"There will be an election for new leaders," Mahjub Hussein, a London-based spokesperson for the Sudan Liberation Movement (SLM), said from the meeting venue in rebel-held Darfur near the central region of Kordofan.
Hussein represents the hardline faction of the SLM led by secretary general Mani Arko Minawi, which organised the conference attended by thousands of Darfuris, about 800 delegates and a handful of foreign observers.
Organisers called the gathering in order to discuss reconstructing the group, plot a new strategy for the future and try to sort out differences between Minawi and incumbent chairperson Abdul Wahid Mohammed Nur.
Nur arrived in Darfur a few days before the meeting opened, but decided not to travel to the venue.
"I do not know why he's refusing to come," Hussein said.
The chairperson's supporters said he had not been consulted in advance.
"Nur is boycotting the meeting which is bound to fail since it was not convened with our accord," one of his aides, Ahmed Mohammed Jibril, said.
The meeting was supposed to reconcile the two factions ahead of a new round of African Union-sponsored peace negotiations between the rebels and the government in Abuja, Nigeria, on November 21.
Nur participated in the talks in Abuja which adjourned in October. Minawi boycotted the round and rejected its conclusions.
Observers said the infighting threatened to increase the level of insecurity in the region and hamper efforts to find a peaceful settlement to the Darfur conflict that has been raging on for the past 32 months.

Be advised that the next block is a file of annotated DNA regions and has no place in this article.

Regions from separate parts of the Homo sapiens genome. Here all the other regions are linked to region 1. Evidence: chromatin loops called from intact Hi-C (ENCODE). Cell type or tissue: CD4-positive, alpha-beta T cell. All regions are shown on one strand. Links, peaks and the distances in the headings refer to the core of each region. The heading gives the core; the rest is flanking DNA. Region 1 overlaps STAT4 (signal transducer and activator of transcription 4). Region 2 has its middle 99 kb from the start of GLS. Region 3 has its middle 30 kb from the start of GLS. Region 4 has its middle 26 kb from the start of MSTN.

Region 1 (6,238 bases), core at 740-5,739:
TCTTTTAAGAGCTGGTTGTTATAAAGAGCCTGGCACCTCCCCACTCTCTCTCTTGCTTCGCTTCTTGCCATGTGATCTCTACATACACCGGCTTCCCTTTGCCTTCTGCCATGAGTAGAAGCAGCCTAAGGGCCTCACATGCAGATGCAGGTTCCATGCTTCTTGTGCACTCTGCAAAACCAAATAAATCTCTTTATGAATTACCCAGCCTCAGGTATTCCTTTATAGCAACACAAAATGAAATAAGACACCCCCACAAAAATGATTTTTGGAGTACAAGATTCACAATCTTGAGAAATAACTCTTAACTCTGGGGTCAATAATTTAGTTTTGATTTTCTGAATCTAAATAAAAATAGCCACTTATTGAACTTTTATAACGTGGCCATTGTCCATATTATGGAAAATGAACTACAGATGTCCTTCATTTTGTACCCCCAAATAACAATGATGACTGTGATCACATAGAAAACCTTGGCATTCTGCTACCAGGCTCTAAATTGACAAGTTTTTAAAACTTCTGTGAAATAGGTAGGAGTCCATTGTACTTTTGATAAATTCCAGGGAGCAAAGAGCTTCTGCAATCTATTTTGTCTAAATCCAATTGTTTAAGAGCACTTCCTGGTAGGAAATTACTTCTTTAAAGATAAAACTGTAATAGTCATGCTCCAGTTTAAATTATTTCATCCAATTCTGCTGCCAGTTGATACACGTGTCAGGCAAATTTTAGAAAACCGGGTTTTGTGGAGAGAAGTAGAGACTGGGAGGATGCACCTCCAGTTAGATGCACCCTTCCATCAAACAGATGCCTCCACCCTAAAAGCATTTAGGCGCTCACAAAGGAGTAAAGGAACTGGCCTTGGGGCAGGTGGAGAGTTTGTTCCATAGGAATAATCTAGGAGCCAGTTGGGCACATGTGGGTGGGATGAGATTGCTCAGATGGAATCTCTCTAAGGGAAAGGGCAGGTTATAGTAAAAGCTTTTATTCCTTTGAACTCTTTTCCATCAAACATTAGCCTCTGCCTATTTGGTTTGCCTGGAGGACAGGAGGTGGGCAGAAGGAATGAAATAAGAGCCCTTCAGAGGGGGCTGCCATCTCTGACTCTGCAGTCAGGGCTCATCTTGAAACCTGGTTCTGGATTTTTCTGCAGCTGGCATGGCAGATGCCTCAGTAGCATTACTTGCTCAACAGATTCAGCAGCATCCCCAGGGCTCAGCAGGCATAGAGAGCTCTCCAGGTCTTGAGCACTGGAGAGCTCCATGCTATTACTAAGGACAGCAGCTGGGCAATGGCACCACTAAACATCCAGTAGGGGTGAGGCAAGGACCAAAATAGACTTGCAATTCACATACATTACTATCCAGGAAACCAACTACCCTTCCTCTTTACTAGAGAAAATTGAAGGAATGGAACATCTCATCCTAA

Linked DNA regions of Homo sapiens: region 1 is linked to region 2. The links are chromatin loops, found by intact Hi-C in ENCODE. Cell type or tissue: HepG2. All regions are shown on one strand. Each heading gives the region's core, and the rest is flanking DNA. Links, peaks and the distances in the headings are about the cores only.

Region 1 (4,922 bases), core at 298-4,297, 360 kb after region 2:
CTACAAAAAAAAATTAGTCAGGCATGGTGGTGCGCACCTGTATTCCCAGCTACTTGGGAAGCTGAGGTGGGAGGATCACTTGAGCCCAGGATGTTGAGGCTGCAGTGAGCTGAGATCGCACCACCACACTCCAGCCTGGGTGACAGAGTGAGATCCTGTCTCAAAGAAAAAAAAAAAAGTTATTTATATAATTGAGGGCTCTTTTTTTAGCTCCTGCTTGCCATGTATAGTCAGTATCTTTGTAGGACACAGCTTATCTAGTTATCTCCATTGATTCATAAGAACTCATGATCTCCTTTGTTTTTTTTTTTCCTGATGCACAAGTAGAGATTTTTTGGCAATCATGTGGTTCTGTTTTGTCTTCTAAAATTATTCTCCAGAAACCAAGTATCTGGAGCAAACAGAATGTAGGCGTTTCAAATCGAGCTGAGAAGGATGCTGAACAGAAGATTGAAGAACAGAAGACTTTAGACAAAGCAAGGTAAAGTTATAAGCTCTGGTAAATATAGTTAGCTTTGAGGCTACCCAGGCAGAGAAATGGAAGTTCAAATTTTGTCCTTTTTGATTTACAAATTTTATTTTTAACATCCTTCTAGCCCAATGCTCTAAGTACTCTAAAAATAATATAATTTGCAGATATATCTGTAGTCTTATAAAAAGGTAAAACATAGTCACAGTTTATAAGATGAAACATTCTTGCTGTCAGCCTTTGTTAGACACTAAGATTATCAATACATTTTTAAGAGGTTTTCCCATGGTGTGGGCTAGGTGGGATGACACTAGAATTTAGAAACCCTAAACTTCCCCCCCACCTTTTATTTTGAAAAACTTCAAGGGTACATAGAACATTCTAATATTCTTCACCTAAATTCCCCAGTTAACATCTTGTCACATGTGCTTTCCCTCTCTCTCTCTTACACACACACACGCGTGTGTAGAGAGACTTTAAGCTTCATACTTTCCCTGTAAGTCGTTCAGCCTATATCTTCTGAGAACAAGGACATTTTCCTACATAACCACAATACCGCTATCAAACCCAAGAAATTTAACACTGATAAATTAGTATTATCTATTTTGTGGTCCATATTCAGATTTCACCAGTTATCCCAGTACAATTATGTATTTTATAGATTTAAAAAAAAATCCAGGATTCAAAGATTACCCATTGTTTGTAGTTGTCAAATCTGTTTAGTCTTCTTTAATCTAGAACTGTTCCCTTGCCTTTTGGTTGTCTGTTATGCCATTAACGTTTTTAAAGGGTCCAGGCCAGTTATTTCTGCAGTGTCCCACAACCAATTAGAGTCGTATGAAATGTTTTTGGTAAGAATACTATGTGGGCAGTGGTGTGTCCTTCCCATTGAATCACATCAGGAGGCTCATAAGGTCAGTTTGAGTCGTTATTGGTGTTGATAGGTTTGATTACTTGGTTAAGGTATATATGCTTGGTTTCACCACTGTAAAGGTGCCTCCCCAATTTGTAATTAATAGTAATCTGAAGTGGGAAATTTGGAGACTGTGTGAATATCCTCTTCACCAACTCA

"Unless reversed, the slow implosion of the rebel movements threatens to extend the tragic situation in Darfur indefinitely," the Brussels-based thinktank, the International Crisis Group (ICG), warned in a report last month.
"As long as the rebels, the [Sudan Liberation Army] SLA in particular, remain divided and the fighting in Darfur continues, there is little hope for real success at the African Union (AU)-sponsored peace talks in Abuja, since the government is likely to exploit and exacerbate rebel weaknesses at the table," it added.
Hussein downplayed international concern about rifts within the SLA, the military wing of the SLM.
"The SLA remains united," he said.
These concerns, he added, "are unfounded because Nur does not have the support of the military".
Many have also warned that should the SLM conference elect a new leader and oust Nur, he may decide to form a splinter faction, further complicating the situation in the region, but Minawi's group appeared unconcerned.
"I believe anyone has the right to establish an organisation," Hussein said.
Participants at the conference are due to vote for new leaders later in the day in an election that seems set to topple the internationally recognised leader of the SLM from the driver's seat.
The ouster of the Islamist-leaning, yet moderate Nur could also escalate tensions with the militarily inferior Justice and Equality Movement (JEM), which Nur has been courting and wanted on his side.
"Discord within and between the rebel movements also needs to be resolved if there is to be a chance for lasting peace," the ICG noted.
The SLM and JEM launched an armed rebellion against Khartoum in early 2003, demanding greater political and economy from the central government.
Successive rounds of AU-sponsored peace talks have so far failed to end the conflict, which has left about 300 000 people dead and displaced nearly 2,6-million. - Sapa-AFP